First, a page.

Even though the board of the Reserve Bank will decide to leave official interest rates on hold at its meeting today, it does not mean that the debate around the board table will be dull.
The hawks on the bank's board – that is, those thinking that the next move in interest rates should be up – will cite better news from the global economy, rising house prices, a surge in stock prices, robust consumer sentiment and a still favourable outlook for business investment as the key signs that the economy is poised to lift through 2013.
The doves, or those thinking that a further interest rate cut or two might still be necessary in the months ahead will again point to the 28-year high for the Australian dollar, soggy business confidence, what looks to be on-going very low inflation and the declining terms of trade as reasons why a bias to cut interest rates should remain firmly in place.
It is this contrast in views which means interest rates will not be moved.
The context for the difference of opinion is the fact that monetary policy is already accommodative. The cash rate is 3.0 per cent, having been cut 175 basis points since November 2011. This means that any more interest rate cuts from here will make monetary policy very easy. Maybe policy will be too easy with the cash rate at 2.75 per cent given the signs of upside momentum in the economy that are coming through.
While the Reserve Bank never has and never will target house prices, it is probably getting a little antsy about the fact that house prices rose by 2.7 per cent in the March quarter. In itself, this is not a worry given this rise is starting to reverse the fall in house prices that occurred over the course of 2011 and 2012. Having witnessed the consequences for banks and the macroeconomy from a house bubble bursting in the US, UK, Japan, Spain and elsewhere, the Reserve Bank did not and would not ever want to see sharp house price falls in Australia. This is one reason why it embarked on an aggressive easing cycle. That said, the RBA would not want to see a house price bubble emerging through monetary policy being too easy as that would present a longer term risk to the economy.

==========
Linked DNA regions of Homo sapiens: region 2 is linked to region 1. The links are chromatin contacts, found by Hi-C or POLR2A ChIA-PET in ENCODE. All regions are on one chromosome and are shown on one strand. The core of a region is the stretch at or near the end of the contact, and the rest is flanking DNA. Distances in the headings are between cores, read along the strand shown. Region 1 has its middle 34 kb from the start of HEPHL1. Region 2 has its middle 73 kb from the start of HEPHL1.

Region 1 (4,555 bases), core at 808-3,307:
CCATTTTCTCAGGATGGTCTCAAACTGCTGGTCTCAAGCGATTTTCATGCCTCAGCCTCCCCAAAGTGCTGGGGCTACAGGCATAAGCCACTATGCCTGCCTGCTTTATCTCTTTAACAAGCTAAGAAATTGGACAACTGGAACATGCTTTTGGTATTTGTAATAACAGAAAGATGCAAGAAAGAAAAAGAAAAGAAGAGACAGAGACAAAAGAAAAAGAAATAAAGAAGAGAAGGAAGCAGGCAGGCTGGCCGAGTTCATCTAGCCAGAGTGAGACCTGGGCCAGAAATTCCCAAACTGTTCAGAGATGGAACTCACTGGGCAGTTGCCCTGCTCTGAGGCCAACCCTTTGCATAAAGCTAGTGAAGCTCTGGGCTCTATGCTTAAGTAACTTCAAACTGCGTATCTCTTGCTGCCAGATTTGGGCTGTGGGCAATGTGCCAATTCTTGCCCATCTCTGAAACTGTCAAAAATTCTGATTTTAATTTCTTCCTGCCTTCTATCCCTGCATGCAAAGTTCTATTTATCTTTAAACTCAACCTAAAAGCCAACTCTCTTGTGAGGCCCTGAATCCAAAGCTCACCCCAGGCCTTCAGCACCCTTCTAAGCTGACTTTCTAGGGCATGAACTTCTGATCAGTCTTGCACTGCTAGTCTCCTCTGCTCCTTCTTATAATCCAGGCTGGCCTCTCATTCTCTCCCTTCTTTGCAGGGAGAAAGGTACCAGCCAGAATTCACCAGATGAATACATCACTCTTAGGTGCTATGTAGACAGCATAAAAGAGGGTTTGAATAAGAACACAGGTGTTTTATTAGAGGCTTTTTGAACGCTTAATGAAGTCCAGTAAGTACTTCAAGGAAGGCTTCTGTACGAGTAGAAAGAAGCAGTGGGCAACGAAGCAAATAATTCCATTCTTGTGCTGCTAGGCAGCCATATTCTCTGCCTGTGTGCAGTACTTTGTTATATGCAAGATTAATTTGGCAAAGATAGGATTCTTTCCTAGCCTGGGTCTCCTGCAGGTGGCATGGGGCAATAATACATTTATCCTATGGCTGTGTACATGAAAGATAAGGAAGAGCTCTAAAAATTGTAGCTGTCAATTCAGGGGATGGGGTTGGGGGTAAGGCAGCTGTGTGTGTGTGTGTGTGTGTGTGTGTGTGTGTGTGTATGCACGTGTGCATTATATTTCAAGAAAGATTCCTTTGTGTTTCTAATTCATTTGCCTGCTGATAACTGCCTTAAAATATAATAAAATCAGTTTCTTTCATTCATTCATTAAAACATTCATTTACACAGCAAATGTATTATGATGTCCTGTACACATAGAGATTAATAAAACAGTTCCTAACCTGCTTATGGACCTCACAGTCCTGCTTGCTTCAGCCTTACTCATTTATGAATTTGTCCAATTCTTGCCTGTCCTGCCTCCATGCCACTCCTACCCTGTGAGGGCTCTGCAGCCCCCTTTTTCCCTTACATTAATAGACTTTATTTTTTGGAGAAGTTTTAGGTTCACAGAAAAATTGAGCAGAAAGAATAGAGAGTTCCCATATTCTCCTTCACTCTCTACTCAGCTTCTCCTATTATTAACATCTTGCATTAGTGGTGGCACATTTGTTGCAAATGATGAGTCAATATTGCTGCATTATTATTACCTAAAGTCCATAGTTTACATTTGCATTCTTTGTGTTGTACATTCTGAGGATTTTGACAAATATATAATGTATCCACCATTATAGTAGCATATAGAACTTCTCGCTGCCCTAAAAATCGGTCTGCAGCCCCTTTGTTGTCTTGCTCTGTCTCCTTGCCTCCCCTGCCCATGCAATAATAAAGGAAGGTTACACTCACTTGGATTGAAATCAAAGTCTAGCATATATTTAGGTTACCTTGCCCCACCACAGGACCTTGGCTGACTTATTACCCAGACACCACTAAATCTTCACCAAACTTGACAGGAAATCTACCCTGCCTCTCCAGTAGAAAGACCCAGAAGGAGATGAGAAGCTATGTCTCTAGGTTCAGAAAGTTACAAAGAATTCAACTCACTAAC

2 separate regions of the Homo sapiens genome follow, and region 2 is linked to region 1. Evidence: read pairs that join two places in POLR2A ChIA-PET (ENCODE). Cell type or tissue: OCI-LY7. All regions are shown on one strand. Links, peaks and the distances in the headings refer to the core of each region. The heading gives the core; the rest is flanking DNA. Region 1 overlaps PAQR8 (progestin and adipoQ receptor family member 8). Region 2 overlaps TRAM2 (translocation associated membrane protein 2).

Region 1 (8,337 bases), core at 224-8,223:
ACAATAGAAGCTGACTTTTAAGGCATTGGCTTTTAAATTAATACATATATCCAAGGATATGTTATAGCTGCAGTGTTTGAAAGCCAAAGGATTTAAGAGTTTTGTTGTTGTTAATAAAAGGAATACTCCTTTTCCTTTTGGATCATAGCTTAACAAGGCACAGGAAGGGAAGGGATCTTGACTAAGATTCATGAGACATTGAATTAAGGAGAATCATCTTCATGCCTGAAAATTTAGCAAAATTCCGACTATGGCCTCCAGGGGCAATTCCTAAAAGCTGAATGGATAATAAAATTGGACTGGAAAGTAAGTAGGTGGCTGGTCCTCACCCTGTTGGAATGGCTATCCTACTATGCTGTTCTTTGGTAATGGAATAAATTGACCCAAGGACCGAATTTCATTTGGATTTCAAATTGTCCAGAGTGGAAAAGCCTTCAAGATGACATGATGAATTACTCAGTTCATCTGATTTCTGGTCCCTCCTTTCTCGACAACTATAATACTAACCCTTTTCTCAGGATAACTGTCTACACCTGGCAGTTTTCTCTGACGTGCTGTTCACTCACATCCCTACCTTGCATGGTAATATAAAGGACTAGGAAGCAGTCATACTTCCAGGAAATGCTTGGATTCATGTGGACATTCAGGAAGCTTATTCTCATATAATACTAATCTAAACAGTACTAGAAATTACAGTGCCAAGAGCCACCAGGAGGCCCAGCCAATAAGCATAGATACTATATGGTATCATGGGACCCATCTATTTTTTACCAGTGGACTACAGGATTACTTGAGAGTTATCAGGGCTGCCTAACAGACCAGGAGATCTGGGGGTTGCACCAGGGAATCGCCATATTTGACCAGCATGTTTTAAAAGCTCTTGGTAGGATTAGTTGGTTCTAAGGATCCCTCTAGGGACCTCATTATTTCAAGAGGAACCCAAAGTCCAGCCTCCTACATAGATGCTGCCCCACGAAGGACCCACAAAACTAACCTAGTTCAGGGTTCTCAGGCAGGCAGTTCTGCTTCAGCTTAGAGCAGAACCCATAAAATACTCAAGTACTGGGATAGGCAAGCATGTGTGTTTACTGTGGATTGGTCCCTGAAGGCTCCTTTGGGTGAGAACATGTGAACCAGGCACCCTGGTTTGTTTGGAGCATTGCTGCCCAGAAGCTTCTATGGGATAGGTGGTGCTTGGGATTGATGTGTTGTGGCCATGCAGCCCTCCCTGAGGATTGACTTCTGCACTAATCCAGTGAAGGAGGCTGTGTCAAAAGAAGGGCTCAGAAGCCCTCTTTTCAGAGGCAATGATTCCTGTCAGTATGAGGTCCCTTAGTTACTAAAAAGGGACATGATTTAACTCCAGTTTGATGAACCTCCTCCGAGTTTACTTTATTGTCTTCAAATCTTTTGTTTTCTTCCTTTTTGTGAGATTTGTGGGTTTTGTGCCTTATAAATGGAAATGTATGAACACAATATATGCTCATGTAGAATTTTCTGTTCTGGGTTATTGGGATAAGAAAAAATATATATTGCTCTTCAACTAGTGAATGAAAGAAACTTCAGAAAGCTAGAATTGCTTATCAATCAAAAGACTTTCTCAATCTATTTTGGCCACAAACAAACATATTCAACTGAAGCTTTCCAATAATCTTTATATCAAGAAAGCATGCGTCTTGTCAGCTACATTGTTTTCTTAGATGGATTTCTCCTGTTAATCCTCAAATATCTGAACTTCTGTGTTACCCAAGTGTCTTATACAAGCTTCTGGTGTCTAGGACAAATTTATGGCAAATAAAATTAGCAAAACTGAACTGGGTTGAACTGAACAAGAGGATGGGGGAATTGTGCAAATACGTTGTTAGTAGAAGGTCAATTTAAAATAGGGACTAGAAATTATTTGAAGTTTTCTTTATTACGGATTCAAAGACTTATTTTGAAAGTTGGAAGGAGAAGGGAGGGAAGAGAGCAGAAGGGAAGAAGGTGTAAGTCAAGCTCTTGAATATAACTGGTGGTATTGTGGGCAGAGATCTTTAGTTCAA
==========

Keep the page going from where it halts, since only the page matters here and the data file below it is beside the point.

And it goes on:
The recent house price upswing is a big reason why the doves looking for an interest rate cut need broad economic weakness for that projection to come to fruition.
Over the next couple of months, there will be some vital economic information on the economy that will determine whether the hawks or the doves win the day.
The next labour force data are released next week on 11 April and this will be a test of the robustness of the 71,500 shock employment lift last month. It is likely that employment will fall by between 40,000 and 50,000 as a correction from that outsized statistical gain.
In addition to the jobs data, the March quarter inflation data are released on 24 April and they should reinforce the news of the last three years that show inflation is still low and stable, anchored in the middle to lower half of the Reserve Bank’s 2 to 3 per cent target range.
The federal budget on 14 May also looms as a potential influence on monetary policy. If the government ‘neutralises’ the extra money that will be inevitably spent on the National Disability Insurance Scheme and education reforms through offsetting spending cuts, the Reserve Bank can rest easy that fiscal policy is broadly neutral and not adding to, or subtracting from, the overall pace of economic growth. If, however, there are not the cuts and other savings to offset the spending on new programs, fiscal policy will be a little stimulatory and would therefore work against further rate cuts and give support to the hawks wanting to lift interest rates in the months ahead.
In addition to these domestic influences, of course global conditions will be critical to the bank's deliberations. Just how strong is the US recovery? Will the disconcerting news that flows from Europe, almost on a daily basis, translate to weaker economic conditions? Is India past its low point and will Abe-nomics in Japan kick start growth and inflation? What of the 8 per cent plus GDP growth expectations for China? Is that sort of growth likely or is the Chinese property bubble bursting going to derail the recovery?
What of commodity prices? Iron ore has been extremely volatile while the broad global commodity price indexes have been broadly flat for the best part of a year.
All questions that are vitally important for determining the interest rate outlook.
Until there are answers to some of these questions, the safest bet is for official interest rates to remain on hold. They may even be on hold all the way through the remainder of 2013 as the Reserve Bank sets policy to support growth, but not too much.